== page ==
As of this writing, the Board of Trustees at Penn State University is appointing a committee to examine failures within the institution that seemingly allowed emeritus assistant football coach Jerry Sandusky to sexually abuse young boys over a number of years.
Along with Sandusky's numerous indictments, Penn State's Athletic Director and the Vice President whose duties include overseeing the campus police are indicted for perjury for lying to the grand jury investigating the case.
Two current coaches, legendary head coach Joe Paterno and wide receivers coach Mike McQueary, are under particularly strong national criticism for failure to follow-up on one incident McQueary claims to have witnessed in 2002 while a graduate assistant (that is, not full-time) coach for the team. President Graham Spanier is also under heavy criticism.
On the face of it, things do look bad for all three men. The best each can do, for now, is take a leave of absence for the duration of the committee's investigation. This is the fairest course of action for the current members of the Penn State football team, who are chasing a Big Ten title and do not deserve the distractions regarding two of their coaches.
This is not to say any of them are guilty of moral wrongdoing for failure to follow up on McQueary's allegation. The fact is, outsiders don't know for sure whether or not Paterno or McQueary DID follow up. I read the Grand Jury report. Such questions seem to me to be out of its purview. It is fair to allow the committee's investigation to run its course before making final judgment.
But it can be noted, just from the Grand Jury report, that the train of events would have unfolded very differently if McQueary reacted the way many of us would want and expect adults to react when seeing an adult sodomize a child. McQueary was distraught by what he saw, and called his Dad for advice. The advice was to tell Paterno, which he did the next day. Paterno told the Athletic Director the day after that.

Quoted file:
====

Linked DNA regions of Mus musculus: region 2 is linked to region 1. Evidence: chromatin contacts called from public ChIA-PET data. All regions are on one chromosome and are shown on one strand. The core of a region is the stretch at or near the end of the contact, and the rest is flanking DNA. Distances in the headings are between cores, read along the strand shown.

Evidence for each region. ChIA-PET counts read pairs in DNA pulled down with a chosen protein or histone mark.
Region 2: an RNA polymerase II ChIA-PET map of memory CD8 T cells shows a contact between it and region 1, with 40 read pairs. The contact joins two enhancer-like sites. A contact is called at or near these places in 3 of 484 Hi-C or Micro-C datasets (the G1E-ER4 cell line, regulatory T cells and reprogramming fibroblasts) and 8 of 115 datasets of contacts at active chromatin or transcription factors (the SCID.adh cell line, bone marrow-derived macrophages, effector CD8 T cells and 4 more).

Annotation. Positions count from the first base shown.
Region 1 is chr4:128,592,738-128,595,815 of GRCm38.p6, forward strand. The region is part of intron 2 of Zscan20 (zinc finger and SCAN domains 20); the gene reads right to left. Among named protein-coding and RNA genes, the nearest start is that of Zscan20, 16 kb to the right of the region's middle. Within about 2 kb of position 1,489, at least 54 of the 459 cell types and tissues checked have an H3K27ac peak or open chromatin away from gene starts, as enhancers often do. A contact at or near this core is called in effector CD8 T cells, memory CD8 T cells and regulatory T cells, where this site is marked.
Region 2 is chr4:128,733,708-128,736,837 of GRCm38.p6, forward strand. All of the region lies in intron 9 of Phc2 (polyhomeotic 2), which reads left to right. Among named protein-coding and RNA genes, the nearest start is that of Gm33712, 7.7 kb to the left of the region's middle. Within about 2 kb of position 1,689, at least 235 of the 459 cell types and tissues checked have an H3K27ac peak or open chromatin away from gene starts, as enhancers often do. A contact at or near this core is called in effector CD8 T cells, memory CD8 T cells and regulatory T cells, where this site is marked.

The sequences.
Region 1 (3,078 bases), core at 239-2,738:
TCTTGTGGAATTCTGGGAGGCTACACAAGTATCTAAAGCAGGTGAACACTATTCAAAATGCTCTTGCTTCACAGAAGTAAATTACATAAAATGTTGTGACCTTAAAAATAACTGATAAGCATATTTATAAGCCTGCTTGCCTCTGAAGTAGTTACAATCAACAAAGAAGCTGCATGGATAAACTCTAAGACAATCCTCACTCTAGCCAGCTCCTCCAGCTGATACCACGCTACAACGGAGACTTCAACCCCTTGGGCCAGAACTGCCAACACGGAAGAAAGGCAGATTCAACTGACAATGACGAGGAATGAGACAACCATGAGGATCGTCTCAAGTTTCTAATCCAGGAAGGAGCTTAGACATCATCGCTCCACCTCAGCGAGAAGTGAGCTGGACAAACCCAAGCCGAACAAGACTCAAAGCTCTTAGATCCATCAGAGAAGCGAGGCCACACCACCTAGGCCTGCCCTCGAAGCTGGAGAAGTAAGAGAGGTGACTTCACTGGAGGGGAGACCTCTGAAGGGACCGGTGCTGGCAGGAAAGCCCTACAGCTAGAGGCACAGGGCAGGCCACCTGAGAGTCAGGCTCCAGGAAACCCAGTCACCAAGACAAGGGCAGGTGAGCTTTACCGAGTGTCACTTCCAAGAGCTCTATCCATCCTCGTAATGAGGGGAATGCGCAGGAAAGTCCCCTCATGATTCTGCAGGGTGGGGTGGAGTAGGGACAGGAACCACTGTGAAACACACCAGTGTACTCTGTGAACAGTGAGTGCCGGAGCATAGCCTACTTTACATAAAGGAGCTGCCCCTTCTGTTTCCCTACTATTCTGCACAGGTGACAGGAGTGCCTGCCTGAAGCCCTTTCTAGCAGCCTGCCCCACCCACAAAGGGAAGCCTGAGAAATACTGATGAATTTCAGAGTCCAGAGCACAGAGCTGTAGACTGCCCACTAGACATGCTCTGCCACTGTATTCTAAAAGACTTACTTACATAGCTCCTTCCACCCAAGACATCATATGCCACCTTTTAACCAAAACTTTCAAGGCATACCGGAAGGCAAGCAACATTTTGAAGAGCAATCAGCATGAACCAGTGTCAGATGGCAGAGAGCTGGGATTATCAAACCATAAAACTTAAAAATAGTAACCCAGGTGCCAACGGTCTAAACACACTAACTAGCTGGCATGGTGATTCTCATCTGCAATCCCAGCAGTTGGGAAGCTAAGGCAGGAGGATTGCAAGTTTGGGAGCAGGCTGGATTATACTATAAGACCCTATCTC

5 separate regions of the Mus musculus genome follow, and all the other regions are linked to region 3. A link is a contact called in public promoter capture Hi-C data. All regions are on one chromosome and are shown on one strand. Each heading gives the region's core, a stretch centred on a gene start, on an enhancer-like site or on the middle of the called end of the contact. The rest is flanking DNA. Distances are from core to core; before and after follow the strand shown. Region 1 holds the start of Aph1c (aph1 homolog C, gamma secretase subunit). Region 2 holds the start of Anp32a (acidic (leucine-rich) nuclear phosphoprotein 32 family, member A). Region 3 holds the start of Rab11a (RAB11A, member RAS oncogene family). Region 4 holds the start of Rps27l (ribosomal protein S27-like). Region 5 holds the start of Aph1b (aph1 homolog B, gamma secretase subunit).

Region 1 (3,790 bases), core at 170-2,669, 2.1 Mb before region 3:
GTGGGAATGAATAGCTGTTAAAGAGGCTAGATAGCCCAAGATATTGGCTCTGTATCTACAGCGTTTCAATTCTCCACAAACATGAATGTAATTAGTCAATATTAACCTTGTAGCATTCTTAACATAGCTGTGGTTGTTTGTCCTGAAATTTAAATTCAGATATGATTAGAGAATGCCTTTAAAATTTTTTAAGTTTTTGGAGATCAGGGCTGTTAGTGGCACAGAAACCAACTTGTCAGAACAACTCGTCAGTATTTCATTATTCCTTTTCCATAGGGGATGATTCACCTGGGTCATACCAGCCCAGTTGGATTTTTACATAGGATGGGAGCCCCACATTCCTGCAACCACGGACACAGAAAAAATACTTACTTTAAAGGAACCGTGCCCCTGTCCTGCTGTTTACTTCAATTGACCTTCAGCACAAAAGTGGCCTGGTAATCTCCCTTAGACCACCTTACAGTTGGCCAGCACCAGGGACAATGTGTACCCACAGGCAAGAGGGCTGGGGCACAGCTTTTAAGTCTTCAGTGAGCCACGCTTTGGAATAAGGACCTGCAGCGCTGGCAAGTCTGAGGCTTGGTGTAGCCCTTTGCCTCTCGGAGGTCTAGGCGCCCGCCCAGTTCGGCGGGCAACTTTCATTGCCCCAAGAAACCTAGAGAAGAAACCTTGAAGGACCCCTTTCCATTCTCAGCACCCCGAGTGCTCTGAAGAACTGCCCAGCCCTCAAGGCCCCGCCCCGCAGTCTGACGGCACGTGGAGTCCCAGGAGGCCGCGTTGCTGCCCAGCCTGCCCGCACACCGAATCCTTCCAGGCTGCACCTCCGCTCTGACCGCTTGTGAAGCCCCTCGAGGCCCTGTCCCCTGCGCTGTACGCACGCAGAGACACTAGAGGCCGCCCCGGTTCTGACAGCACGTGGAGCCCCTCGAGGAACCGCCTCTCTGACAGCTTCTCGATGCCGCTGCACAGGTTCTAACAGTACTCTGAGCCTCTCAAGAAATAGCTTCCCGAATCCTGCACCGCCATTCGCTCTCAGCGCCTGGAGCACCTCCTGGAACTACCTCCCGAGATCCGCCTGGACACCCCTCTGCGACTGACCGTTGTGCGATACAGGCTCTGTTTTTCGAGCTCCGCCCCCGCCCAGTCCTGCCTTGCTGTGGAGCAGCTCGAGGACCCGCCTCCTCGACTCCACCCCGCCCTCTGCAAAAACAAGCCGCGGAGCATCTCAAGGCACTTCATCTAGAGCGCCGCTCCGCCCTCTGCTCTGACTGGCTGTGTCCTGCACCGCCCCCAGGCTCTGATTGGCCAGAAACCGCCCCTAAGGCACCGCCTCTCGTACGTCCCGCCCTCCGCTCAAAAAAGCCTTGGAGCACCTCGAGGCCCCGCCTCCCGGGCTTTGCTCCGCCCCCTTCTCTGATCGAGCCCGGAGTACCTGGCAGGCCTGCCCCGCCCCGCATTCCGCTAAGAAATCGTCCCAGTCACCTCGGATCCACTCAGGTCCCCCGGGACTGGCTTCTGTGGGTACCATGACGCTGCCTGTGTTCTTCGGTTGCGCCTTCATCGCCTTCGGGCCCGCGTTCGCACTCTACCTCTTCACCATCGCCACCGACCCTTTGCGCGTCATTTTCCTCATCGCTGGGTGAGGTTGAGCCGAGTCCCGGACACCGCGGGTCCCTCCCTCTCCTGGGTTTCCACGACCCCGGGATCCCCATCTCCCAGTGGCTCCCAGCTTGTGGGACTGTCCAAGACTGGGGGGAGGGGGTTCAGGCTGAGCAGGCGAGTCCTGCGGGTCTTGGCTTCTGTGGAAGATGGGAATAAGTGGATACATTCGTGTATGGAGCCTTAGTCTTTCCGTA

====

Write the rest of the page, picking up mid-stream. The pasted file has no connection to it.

The public wants, instead, for McQueary to have physically intervened to stop the action immediately. Or, to have gone to the nearest phone, call 911 and then campus police, and then intervene.
Why didn't he?
Some have accused him of wanting to keep his job. I think its simpler than that. McQueary allegedly saw Sandusky, perhaps the most famous and respected person on campus next to Paterno himself, and who was part of the coaching staff when McQueary himself played for Penn State, do something unspeakably evil.
I think it's probable that the incident put him in a state of shock which paralyzed his rational faculties. I imagine he's regretted it ever since.
I also believe his failure may have caused a misunderstanding among Paterno and his "superiors." This is the "he said, he said" dilemma. McQueary recollects that he told Paterno of the sodomy. Paterno, and perhaps his superiors, recollect that McQueary wasn't that specific. They may have an iron-clad defense of their actions: if McQueary was certain that he was witnessing a criminal act before his very eyes, why didn't he call the police?
If McQueary really saw what he claims to have seen, then he is the victim of trauma. His victimization, of course, isn't remotely close to that of Sandusky's alleged victims. But he is a victim nonetheless. His reaction is not what we would have wanted, and if he began to think about the ramifications of calling the police on Sandusky would do to his own career, then he is certainly blameworthy. But we don't know that; he may have just been in shock.
Many of us have been in different kinds of crisis situations. In one instance, I broke up a violent domestic dispute, but there was another man backing up my intervention. In another instance, I encountered a wandering two year-old on a busy city street. That time, even though there was no physical risk, I was more unsure what to do because I feared that if I picked the boy up and take him to the nearest phone, I would be spotted by the boy's parent's and be accused of abduction myself. That situation did work out, as I was able to more of less lead the boy to a place where I could then get help.
But I have been in other situations in which someone would fly into a rage or be verbally abusive to a helpless person. No one, myself included, confronted the inexcusable behavior, too shocked or too cowardly to do so.
When suddenly confronted with evil, it is difficult to predict how anyone would react. The evil could be mild or it could be great. In this sense, I don't "blame" McQueary for failure to do the right thing upon witnessing the abuse, because I think he was too shocked and overwhelmed to think rationally. But that is itself the lesson. We should train young people, and prepare ourselves, to remember to keep our wits about us when we are suddenly confronted with a crisis.